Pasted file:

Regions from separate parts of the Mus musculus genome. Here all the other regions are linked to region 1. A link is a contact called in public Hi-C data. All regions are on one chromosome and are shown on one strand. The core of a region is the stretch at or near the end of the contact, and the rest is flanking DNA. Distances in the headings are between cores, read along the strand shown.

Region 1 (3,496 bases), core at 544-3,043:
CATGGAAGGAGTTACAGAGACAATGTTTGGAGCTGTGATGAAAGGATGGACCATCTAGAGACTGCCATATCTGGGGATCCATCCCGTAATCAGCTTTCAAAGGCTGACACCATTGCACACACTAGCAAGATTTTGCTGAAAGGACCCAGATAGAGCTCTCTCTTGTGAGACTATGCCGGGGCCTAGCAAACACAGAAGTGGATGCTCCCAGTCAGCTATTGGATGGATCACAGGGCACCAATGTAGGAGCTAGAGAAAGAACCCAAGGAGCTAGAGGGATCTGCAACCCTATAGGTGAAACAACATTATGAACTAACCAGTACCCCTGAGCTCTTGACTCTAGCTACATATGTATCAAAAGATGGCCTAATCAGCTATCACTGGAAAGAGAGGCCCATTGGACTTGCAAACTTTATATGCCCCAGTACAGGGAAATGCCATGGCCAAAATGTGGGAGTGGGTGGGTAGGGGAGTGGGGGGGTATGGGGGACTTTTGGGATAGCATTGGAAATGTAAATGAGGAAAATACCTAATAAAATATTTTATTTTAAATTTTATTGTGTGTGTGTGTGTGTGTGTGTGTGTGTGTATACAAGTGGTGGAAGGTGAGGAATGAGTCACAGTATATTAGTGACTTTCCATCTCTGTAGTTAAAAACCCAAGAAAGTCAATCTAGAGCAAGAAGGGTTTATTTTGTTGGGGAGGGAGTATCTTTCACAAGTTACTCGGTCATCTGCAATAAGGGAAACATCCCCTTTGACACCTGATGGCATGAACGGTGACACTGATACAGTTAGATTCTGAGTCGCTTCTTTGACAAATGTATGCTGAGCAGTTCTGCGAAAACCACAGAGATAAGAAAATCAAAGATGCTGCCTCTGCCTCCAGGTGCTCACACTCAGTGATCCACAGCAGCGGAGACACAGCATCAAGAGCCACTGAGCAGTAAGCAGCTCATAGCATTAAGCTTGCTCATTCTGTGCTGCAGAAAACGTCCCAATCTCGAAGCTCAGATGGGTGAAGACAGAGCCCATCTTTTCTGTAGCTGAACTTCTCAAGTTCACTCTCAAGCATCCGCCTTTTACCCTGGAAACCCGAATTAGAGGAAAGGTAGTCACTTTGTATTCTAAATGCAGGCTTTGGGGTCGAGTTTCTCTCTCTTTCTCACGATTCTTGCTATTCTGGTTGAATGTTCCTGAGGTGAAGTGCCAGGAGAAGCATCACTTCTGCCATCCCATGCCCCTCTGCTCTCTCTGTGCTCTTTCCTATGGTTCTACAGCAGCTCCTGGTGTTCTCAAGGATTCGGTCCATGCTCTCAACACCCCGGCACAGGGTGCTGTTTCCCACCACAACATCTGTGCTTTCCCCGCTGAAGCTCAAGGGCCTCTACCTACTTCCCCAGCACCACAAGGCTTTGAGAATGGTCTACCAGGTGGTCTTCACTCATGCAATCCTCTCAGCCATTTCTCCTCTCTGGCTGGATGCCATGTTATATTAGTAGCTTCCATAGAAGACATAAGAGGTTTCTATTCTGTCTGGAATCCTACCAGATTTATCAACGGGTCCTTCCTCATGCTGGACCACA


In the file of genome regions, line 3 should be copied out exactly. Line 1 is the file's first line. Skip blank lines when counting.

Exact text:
CATGGAAGGAGTTACAGAGACAATGTTTGGAGCTGTGATGAAAGGATGGACCATCTAGAGACTGCCATATCTGGGGATCCATCCCGTAATCAGCTTTCAAAGGCTGACACCATTGCACACACTAGCAAGATTTTGCTGAAAGGACCCAGATAGAGCTCTCTCTTGTGAGACTATGCCGGGGCCTAGCAAACACAGAAGTGGATGCTCCCAGTCAGCTATTGGATGGATCACAGGGCACCAATGTAGGAGCTAGAGAAAGAACCCAAGGAGCTAGAGGGATCTGCAACCCTATAGGTGAAACAACATTATGAACTAACCAGTACCCCTGAGCTCTTGACTCTAGCTACATATGTATCAAAAGATGGCCTAATCAGCTATCACTGGAAAGAGAGGCCCATTGGACTTGCAAACTTTATATGCCCCAGTACAGGGAAATGCCATGGCCAAAATGTGGGAGTGGGTGGGTAGGGGAGTGGGGGGGTATGGGGGACTTTTGGGATAGCATTGGAAATGTAAATGAGGAAAATACCTAATAAAATATTTTATTTTAAATTTTATTGTGTGTGTGTGTGTGTGTGTGTGTGTGTGTATACAAGTGGTGGAAGGTGAGGAATGAGTCACAGTATATTAGTGACTTTCCATCTCTGTAGTTAAAAACCCAAGAAAGTCAATCTAGAGCAAGAAGGGTTTATTTTGTTGGGGAGGGAGTATCTTTCACAAGTTACTCGGTCATCTGCAATAAGGGAAACATCCCCTTTGACACCTGATGGCATGAACGGTGACACTGATACAGTTAGATTCTGAGTCGCTTCTTTGACAAATGTATGCTGAGCAGTTCTGCGAAAACCACAGAGATAAGAAAATCAAAGATGCTGCCTCTGCCTCCAGGTGCTCACACTCAGTGATCCACAGCAGCGGAGACACAGCATCAAGAGCCACTGAGCAGTAAGCAGCTCATAGCATTAAGCTTGCTCATTCTGTGCTGCAGAAAACGTCCCAATCTCGAAGCTCAGATGGGTGAAGACAGAGCCCATCTTTTCTGTAGCTGAACTTCTCAAGTTCACTCTCAAGCATCCGCCTTTTACCCTGGAAACCCGAATTAGAGGAAAGGTAGTCACTTTGTATTCTAAATGCAGGCTTTGGGGTCGAGTTTCTCTCTCTTTCTCACGATTCTTGCTATTCTGGTTGAATGTTCCTGAGGTGAAGTGCCAGGAGAAGCATCACTTCTGCCATCCCATGCCCCTCTGCTCTCTCTGTGCTCTTTCCTATGGTTCTACAGCAGCTCCTGGTGTTCTCAAGGATTCGGTCCATGCTCTCAACACCCCGGCACAGGGTGCTGTTTCCCACCACAACATCTGTGCTTTCCCCGCTGAAGCTCAAGGGCCTCTACCTACTTCCCCAGCACCACAAGGCTTTGAGAATGGTCTACCAGGTGGTCTTCACTCATGCAATCCTCTCAGCCATTTCTCCTCTCTGGCTGGATGCCATGTTATATTAGTAGCTTCCATAGAAGACATAAGAGGTTTCTATTCTGTCTGGAATCCTACCAGATTTATCAACGGGTCCTTCCTCATGCTGGACCACA